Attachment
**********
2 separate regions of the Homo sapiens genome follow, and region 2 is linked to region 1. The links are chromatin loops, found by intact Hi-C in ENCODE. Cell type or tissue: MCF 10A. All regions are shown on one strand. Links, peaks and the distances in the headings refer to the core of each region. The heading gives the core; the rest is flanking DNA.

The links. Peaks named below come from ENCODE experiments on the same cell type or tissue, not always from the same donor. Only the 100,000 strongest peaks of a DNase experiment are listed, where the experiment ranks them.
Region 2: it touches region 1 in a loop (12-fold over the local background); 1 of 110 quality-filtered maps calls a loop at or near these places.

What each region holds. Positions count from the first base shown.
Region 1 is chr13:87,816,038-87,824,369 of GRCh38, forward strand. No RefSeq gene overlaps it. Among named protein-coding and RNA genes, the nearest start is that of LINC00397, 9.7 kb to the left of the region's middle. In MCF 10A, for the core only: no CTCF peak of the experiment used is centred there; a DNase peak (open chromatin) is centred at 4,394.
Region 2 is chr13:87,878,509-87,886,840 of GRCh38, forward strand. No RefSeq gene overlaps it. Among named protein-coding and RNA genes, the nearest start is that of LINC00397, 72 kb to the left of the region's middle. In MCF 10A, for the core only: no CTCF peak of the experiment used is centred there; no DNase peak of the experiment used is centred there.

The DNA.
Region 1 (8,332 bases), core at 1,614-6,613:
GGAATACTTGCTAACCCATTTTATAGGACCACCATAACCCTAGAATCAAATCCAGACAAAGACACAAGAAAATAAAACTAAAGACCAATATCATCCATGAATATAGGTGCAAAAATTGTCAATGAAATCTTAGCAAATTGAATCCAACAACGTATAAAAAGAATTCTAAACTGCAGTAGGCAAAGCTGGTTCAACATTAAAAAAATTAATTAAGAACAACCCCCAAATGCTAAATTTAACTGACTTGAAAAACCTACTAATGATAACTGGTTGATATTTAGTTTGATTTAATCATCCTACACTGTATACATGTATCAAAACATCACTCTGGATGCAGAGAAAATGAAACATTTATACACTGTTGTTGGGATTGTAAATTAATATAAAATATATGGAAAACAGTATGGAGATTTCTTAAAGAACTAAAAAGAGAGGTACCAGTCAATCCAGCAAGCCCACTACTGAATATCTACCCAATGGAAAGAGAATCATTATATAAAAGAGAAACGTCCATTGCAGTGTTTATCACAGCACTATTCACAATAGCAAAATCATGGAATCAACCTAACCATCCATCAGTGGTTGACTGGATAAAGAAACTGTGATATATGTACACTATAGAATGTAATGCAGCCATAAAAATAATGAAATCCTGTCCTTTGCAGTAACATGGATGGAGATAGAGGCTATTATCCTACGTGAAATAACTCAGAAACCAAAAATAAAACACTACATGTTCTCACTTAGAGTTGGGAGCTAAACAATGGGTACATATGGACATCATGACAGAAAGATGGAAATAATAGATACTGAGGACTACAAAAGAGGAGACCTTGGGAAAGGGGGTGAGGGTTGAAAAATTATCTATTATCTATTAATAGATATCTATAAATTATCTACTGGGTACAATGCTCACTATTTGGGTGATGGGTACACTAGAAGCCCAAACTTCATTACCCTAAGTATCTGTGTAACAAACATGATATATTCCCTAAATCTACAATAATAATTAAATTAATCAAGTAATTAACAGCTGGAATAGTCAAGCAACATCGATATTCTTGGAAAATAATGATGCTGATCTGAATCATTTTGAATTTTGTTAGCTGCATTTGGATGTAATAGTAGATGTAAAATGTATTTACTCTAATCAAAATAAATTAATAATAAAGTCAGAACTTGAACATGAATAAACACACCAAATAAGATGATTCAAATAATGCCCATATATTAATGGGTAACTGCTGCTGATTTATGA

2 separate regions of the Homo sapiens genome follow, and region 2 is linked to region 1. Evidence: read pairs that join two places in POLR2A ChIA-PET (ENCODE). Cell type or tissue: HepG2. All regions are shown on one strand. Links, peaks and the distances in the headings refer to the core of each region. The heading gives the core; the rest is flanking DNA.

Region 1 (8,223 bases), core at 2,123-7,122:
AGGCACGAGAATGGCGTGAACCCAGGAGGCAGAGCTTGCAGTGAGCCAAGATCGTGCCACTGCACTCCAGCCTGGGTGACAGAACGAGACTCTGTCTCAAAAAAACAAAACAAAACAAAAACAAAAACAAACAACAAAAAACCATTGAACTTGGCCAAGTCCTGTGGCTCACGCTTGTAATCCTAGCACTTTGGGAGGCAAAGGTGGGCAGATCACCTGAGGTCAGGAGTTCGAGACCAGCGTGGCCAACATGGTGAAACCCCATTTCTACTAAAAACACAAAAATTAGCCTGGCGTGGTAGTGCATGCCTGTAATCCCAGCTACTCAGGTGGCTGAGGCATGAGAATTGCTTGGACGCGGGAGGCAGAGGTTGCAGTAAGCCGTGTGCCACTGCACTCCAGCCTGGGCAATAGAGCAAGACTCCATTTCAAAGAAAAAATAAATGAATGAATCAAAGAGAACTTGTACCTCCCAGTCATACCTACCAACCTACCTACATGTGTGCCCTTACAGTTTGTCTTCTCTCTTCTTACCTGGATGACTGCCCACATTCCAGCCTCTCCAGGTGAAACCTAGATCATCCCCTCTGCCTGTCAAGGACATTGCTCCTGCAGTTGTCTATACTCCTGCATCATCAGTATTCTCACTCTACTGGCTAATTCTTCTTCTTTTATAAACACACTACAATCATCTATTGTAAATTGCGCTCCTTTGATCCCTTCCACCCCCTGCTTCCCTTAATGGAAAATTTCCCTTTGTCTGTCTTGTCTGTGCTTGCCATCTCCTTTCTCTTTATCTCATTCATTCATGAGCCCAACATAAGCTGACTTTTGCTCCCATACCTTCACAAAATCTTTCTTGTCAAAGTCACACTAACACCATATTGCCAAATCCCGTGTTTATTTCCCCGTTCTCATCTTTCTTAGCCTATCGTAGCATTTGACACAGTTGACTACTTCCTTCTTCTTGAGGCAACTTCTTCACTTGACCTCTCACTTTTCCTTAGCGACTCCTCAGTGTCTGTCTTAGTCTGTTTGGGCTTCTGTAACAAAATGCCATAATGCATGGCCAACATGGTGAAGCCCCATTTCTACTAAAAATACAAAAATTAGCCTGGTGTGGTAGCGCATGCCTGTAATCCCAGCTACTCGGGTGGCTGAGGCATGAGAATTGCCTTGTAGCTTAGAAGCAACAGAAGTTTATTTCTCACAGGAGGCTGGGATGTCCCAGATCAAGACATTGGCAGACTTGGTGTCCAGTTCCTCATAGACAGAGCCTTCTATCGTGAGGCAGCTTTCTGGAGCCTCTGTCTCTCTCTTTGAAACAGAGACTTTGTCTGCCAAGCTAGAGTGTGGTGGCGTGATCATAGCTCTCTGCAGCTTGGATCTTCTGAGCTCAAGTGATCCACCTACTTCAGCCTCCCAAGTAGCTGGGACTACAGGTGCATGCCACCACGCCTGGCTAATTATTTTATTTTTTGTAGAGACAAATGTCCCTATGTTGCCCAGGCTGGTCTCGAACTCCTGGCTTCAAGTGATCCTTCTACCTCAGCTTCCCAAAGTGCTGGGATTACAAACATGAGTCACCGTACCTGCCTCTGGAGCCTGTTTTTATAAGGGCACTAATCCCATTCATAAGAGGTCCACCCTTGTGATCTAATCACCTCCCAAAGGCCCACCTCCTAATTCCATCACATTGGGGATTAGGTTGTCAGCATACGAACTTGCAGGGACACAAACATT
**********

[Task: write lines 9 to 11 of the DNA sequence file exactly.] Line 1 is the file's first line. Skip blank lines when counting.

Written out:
GGAATACTTGCTAACCCATTTTATAGGACCACCATAACCCTAGAATCAAATCCAGACAAAGACACAAGAAAATAAAACTAAAGACCAATATCATCCATGAATATAGGTGCAAAAATTGTCAATGAAATCTTAGCAAATTGAATCCAACAACGTATAAAAAGAATTCTAAACTGCAGTAGGCAAAGCTGGTTCAACATTAAAAAAATTAATTAAGAACAACCCCCAAATGCTAAATTTAACTGACTTGAAAAACCTACTAATGATAACTGGTTGATATTTAGTTTGATTTAATCATCCTACACTGTATACATGTATCAAAACATCACTCTGGATGCAGAGAAAATGAAACATTTATACACTGTTGTTGGGATTGTAAATTAATATAAAATATATGGAAAACAGTATGGAGATTTCTTAAAGAACTAAAAAGAGAGGTACCAGTCAATCCAGCAAGCCCACTACTGAATATCTACCCAATGGAAAGAGAATCATTATATAAAAGAGAAACGTCCATTGCAGTGTTTATCACAGCACTATTCACAATAGCAAAATCATGGAATCAACCTAACCATCCATCAGTGGTTGACTGGATAAAGAAACTGTGATATATGTACACTATAGAATGTAATGCAGCCATAAAAATAATGAAATCCTGTCCTTTGCAGTAACATGGATGGAGATAGAGGCTATTATCCTACGTGAAATAACTCAGAAACCAAAAATAAAACACTACATGTTCTCACTTAGAGTTGGGAGCTAAACAATGGGTACATATGGACATCATGACAGAAAGATGGAAATAATAGATACTGAGGACTACAAAAGAGGAGACCTTGGGAAAGGGGGTGAGGGTTGAAAAATTATCTATTATCTATTAATAGATATCTATAAATTATCTACTGGGTACAATGCTCACTATTTGGGTGATGGGTACACTAGAAGCCCAAACTTCATTACCCTAAGTATCTGTGTAACAAACATGATATATTCCCTAAATCTACAATAATAATTAAATTAATCAAGTAATTAACAGCTGGAATAGTCAAGCAACATCGATATTCTTGGAAAATAATGATGCTGATCTGAATCATTTTGAATTTTGTTAGCTGCATTTGGATGTAATAGTAGATGTAAAATGTATTTACTCTAATCAAAATAAATTAATAATAAAGTCAGAACTTGAACATGAATAAACACACCAAATAAGATGATTCAAATAATGCCCATATATTAATGGGTAACTGCTGCTGATTTATGA

2 separate regions of the Homo sapiens genome follow, and region 2 is linked to region 1. Evidence: read pairs that join two places in POLR2A ChIA-PET (ENCODE). Cell type or tissue: HepG2. All regions are shown on one strand. Links, peaks and the distances in the headings refer to the core of each region. The heading gives the core; the rest is flanking DNA.

Region 1 (8,223 bases), core at 2,123-7,122: